Home https://server7.kproxy.com/servlet/redirect.srv/sruj/smyrwpoii/p2/ Health https://server7.kproxy.com/servlet/redirect.srv/sruj/smyrwpoii/p2/ As medical oxygen becomes a luxury, scientists are working to make it cheaper

As medical oxygen becomes a luxury, scientists are working to make it cheaper

At one time, people might consider oxygen a human right. But the pandemic has revealed that access to oxygen – in its pure form, for medical use – is a luxury in most low- and middle-income countries.

Getting access to pure oxygen for medical procedures is a complex, expensive and often very dangerous business. The current situation in India is a crude reminder of this issue. The second wave of Covid-19 hit the country hard, with the total number of deaths just above the 2,000,000 mark. Oxygen is in short supply.

Due to the current state of emergency, Indian citizens turned to the black market to buy oxygen far above its regular price.

This is partly due to the way oxygen is produced, stored and transported around the world. That̵

7;s why scientists like me are working to find a cheaper alternative.

Narrow places

Oxygen is mostly obtained from liquefied air. Engineers turn the air we breathe into a liquid using a combination of processes that cool the gases as they condense. Once they have liquefied the mixture, they use distillation – the same process used to make whiskey and gin – to separate the air into its various components, the oxygen between them.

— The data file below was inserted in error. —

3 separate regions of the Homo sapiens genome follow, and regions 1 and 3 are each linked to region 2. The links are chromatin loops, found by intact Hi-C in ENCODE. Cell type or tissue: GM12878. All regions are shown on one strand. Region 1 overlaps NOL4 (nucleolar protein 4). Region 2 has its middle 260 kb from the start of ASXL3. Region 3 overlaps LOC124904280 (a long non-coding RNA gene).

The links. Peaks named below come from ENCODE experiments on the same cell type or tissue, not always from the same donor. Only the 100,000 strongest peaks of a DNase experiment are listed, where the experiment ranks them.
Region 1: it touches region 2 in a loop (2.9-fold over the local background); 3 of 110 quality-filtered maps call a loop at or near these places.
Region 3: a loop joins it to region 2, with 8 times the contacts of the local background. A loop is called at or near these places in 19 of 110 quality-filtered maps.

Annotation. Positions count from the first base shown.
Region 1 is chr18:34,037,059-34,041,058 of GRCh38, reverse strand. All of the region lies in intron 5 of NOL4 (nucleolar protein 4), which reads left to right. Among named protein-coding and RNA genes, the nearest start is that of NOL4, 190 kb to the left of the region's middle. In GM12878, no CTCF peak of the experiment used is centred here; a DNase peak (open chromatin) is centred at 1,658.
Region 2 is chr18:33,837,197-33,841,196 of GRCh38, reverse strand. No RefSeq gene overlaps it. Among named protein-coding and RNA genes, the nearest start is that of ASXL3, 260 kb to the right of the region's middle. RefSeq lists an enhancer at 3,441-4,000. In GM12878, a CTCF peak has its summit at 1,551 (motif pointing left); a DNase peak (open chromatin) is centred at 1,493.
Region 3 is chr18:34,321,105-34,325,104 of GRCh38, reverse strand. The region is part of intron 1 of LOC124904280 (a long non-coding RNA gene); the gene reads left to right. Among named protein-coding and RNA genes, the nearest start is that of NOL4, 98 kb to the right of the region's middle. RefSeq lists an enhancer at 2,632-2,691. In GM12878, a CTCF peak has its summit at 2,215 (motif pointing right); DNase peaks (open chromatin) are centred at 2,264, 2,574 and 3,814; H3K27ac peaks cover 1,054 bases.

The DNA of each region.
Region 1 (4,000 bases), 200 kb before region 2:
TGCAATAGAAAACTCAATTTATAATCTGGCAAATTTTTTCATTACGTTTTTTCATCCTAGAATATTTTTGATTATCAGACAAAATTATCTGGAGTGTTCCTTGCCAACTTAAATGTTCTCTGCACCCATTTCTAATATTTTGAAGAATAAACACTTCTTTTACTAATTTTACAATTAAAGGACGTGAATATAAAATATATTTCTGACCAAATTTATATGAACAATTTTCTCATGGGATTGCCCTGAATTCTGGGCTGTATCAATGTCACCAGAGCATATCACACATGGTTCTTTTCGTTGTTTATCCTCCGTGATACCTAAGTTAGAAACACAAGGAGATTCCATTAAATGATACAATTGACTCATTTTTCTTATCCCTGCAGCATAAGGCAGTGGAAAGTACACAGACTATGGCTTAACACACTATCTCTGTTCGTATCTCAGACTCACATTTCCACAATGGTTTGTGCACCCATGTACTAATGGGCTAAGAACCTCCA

This process requires huge amounts of energy and huge industrial facilities, so it is limited to only a few areas in the world, most of them in the global north. Liquid oxygen must be stored and transported under high pressure, creating serious logistical problems and safety concerns – oxygen is really explosive.

This means that the main obstacle to oxygen production are precisely the cylinders. The United States relies on heavy tubes to transport oxygen under pressure. In Europe, transport takes place mainly through liquid oxygen, which is transported to large tanks. For lower-income countries, the distribution is in bottles.

But the oxygen cylinder market is in the corner of only a handful of chemical companies. The use of bottles also adds another layer of safety considerations, as their proper handling requires several precautions and proper training. Therefore, developing countries lack both the infrastructure needed to produce liquid oxygen and that can be easily and cheaply transported to a hospital.

Medical oxygen cylinders arranged in Delhi. Photo: PTI

From the air

Another way to “prepare” oxygen is to use concentrators, devices that selectively remove nitrogen – the gas that makes up 78% of our atmosphere – using a series of membranes, porous materials and filters. They began production in the mid-1970s and the technology is very well established.